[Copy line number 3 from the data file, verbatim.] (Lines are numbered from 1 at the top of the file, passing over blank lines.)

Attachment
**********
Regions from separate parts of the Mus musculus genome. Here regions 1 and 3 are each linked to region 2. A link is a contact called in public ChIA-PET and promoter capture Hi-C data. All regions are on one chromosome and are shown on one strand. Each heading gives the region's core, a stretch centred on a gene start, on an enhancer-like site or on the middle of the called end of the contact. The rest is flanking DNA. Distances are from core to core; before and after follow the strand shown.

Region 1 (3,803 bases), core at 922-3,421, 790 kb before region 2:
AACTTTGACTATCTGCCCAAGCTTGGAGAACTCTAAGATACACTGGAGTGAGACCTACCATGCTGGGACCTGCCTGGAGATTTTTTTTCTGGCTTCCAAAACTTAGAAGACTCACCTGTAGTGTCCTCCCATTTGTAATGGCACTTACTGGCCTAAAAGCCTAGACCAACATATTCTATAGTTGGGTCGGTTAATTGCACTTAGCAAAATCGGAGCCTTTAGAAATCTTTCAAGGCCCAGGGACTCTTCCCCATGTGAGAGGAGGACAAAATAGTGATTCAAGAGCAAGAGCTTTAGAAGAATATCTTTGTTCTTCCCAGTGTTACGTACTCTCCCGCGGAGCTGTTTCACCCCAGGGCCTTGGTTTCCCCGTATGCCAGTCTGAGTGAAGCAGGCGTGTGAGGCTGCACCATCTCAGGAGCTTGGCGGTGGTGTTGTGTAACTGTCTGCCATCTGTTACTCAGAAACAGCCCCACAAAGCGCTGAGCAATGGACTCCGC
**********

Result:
AACTTTGACTATCTGCCCAAGCTTGGAGAACTCTAAGATACACTGGAGTGAGACCTACCATGCTGGGACCTGCCTGGAGATTTTTTTTCTGGCTTCCAAAACTTAGAAGACTCACCTGTAGTGTCCTCCCATTTGTAATGGCACTTACTGGCCTAAAAGCCTAGACCAACATATTCTATAGTTGGGTCGGTTAATTGCACTTAGCAAAATCGGAGCCTTTAGAAATCTTTCAAGGCCCAGGGACTCTTCCCCATGTGAGAGGAGGACAAAATAGTGATTCAAGAGCAAGAGCTTTAGAAGAATATCTTTGTTCTTCCCAGTGTTACGTACTCTCCCGCGGAGCTGTTTCACCCCAGGGCCTTGGTTTCCCCGTATGCCAGTCTGAGTGAAGCAGGCGTGTGAGGCTGCACCATCTCAGGAGCTTGGCGGTGGTGTTGTGTAACTGTCTGCCATCTGTTACTCAGAAACAGCCCCACAAAGCGCTGAGCAATGGACTCCGC